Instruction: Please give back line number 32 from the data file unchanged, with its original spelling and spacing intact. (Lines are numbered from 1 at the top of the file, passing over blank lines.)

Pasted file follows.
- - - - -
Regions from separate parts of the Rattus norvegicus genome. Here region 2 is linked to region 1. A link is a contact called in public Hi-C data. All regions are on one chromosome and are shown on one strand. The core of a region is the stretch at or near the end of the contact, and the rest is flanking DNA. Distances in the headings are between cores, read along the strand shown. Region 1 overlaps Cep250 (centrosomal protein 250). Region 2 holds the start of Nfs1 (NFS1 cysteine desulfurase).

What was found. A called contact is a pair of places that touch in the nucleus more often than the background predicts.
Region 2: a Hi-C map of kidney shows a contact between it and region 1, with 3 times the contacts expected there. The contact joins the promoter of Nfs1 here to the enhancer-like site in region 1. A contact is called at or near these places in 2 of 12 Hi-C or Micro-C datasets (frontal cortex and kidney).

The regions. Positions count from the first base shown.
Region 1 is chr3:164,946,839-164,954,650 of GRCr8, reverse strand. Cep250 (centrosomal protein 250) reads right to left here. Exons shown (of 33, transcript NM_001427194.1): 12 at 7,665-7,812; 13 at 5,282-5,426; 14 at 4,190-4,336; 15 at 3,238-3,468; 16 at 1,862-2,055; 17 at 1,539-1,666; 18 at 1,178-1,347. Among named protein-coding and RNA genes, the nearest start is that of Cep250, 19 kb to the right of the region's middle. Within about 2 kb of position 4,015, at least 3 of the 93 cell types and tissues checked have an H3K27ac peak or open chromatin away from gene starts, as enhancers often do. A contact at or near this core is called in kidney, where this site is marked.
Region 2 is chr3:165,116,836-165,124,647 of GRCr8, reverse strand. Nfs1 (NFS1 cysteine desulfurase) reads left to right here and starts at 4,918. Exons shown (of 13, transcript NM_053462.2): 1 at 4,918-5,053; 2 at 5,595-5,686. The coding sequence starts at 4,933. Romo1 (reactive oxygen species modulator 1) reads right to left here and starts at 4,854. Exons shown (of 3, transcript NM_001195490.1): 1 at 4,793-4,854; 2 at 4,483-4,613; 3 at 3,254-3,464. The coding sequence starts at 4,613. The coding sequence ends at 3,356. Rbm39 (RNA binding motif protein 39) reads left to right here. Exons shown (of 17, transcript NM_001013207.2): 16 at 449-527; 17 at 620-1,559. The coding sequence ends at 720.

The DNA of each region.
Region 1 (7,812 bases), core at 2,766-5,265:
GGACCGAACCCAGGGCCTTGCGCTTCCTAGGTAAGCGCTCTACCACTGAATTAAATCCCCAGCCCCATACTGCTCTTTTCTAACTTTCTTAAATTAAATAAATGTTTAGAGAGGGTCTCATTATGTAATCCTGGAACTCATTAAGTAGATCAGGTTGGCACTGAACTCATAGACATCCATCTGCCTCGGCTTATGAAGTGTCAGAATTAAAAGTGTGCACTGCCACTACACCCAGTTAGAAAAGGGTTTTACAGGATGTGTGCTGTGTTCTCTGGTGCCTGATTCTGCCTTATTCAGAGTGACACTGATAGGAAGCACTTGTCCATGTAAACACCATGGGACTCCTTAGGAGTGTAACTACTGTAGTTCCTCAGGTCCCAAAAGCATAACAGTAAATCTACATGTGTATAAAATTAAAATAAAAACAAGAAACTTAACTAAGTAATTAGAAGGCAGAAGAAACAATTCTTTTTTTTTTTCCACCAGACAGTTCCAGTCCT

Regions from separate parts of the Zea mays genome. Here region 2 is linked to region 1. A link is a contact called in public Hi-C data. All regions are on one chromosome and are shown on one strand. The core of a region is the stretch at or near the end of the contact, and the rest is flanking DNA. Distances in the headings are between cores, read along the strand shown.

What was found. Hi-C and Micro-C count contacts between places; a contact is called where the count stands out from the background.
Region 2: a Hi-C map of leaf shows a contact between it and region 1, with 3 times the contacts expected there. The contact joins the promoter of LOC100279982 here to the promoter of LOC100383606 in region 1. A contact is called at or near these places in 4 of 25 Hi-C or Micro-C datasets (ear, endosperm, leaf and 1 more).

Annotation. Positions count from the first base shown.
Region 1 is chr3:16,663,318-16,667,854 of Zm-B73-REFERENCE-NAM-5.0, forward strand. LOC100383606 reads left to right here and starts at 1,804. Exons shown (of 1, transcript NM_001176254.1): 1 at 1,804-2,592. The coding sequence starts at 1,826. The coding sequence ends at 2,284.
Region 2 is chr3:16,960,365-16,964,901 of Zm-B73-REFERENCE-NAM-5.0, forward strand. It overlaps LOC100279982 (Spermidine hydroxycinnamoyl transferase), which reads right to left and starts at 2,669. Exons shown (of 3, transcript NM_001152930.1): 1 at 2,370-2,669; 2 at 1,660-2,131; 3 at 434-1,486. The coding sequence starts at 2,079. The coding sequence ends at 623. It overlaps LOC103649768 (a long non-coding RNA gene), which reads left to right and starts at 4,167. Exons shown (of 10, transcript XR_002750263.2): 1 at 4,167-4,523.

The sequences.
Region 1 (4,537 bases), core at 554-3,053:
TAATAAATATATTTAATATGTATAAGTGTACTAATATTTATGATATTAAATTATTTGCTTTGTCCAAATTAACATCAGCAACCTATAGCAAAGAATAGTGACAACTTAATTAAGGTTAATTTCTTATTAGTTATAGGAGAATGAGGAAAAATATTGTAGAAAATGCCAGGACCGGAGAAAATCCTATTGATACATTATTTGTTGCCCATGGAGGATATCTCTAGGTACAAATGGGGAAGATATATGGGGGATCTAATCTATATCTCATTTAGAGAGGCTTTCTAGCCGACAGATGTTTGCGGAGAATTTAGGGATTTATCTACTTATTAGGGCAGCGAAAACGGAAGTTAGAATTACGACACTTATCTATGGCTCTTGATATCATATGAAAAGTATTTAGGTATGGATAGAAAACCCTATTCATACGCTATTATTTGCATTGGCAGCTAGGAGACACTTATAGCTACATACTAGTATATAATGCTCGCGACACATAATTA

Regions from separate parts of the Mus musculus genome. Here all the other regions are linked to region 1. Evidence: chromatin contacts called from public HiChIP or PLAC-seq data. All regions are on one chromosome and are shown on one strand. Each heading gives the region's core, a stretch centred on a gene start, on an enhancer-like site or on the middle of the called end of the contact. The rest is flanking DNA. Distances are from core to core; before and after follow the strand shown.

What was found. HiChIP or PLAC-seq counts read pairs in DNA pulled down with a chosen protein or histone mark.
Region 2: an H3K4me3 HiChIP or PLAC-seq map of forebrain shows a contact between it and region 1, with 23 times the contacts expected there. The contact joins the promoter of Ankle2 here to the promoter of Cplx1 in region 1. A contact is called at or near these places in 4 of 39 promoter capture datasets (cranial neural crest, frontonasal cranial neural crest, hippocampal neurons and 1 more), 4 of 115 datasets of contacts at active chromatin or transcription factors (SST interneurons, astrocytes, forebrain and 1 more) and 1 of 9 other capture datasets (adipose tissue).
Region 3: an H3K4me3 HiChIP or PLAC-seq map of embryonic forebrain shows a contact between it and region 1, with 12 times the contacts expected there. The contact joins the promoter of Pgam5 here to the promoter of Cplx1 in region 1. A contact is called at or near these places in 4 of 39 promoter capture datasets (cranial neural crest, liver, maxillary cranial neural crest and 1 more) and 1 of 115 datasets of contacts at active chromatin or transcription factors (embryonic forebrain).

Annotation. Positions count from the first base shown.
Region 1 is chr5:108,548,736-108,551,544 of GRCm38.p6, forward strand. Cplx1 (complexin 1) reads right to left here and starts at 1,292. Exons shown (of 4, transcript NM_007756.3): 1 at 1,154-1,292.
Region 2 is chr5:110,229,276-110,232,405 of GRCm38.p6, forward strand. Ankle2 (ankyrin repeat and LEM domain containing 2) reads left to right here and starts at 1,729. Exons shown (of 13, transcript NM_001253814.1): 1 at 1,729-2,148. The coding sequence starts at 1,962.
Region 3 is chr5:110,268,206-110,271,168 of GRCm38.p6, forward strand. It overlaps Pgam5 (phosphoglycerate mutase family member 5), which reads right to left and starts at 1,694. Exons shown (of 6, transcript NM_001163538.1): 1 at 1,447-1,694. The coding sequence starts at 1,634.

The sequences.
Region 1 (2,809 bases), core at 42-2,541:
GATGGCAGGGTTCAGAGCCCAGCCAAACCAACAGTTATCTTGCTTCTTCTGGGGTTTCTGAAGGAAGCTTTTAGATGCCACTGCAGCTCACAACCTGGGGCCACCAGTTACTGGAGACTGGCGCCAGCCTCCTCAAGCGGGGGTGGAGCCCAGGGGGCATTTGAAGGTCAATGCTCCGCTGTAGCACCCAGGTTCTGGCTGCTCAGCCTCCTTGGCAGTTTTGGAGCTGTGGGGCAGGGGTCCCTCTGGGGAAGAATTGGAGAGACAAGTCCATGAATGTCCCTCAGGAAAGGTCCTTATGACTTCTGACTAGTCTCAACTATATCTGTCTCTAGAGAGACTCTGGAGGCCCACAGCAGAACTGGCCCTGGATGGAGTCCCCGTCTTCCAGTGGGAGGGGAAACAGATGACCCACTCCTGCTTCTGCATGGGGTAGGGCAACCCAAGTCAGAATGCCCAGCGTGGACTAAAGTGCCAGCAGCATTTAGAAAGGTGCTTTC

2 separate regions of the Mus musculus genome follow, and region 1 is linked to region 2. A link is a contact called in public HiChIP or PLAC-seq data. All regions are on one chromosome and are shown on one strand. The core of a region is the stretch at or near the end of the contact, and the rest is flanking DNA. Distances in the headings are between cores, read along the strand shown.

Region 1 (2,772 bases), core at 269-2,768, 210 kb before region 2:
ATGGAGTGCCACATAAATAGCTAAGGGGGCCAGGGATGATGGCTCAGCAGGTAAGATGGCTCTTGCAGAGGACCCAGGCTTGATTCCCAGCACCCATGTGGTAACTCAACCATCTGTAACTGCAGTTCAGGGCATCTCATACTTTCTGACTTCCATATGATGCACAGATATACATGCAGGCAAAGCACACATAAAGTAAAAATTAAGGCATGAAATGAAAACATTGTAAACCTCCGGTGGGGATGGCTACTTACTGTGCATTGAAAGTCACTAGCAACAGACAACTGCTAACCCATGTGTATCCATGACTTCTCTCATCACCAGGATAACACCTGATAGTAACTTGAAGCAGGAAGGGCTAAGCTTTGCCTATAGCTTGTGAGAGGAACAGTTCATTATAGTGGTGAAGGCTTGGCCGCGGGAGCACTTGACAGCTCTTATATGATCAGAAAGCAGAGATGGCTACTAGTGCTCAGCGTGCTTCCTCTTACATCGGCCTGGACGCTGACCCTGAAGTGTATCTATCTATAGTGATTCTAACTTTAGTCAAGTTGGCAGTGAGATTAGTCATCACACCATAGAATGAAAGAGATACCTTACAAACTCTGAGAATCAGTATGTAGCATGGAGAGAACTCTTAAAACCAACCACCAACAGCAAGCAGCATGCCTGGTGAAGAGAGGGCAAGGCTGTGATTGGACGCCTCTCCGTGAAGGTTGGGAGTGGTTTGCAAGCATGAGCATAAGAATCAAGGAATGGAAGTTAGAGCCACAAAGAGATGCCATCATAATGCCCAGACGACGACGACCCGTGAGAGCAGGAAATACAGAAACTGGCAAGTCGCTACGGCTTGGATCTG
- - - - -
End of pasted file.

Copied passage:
ATGGAGTGCCACATAAATAGCTAAGGGGGCCAGGGATGATGGCTCAGCAGGTAAGATGGCTCTTGCAGAGGACCCAGGCTTGATTCCCAGCACCCATGTGGTAACTCAACCATCTGTAACTGCAGTTCAGGGCATCTCATACTTTCTGACTTCCATATGATGCACAGATATACATGCAGGCAAAGCACACATAAAGTAAAAATTAAGGCATGAAATGAAAACATTGTAAACCTCCGGTGGGGATGGCTACTTACTGTGCATTGAAAGTCACTAGCAACAGACAACTGCTAACCCATGTGTATCCATGACTTCTCTCATCACCAGGATAACACCTGATAGTAACTTGAAGCAGGAAGGGCTAAGCTTTGCCTATAGCTTGTGAGAGGAACAGTTCATTATAGTGGTGAAGGCTTGGCCGCGGGAGCACTTGACAGCTCTTATATGATCAGAAAGCAGAGATGGCTACTAGTGCTCAGCGTGCTTCCTCTTACATCGGCCTGGACGCTGACCCTGAAGTGTATCTATCTATAGTGATTCTAACTTTAGTCAAGTTGGCAGTGAGATTAGTCATCACACCATAGAATGAAAGAGATACCTTACAAACTCTGAGAATCAGTATGTAGCATGGAGAGAACTCTTAAAACCAACCACCAACAGCAAGCAGCATGCCTGGTGAAGAGAGGGCAAGGCTGTGATTGGACGCCTCTCCGTGAAGGTTGGGAGTGGTTTGCAAGCATGAGCATAAGAATCAAGGAATGGAAGTTAGAGCCACAAAGAGATGCCATCATAATGCCCAGACGACGACGACCCGTGAGAGCAGGAAATACAGAAACTGGCAAGTCGCTACGGCTTGGATCTG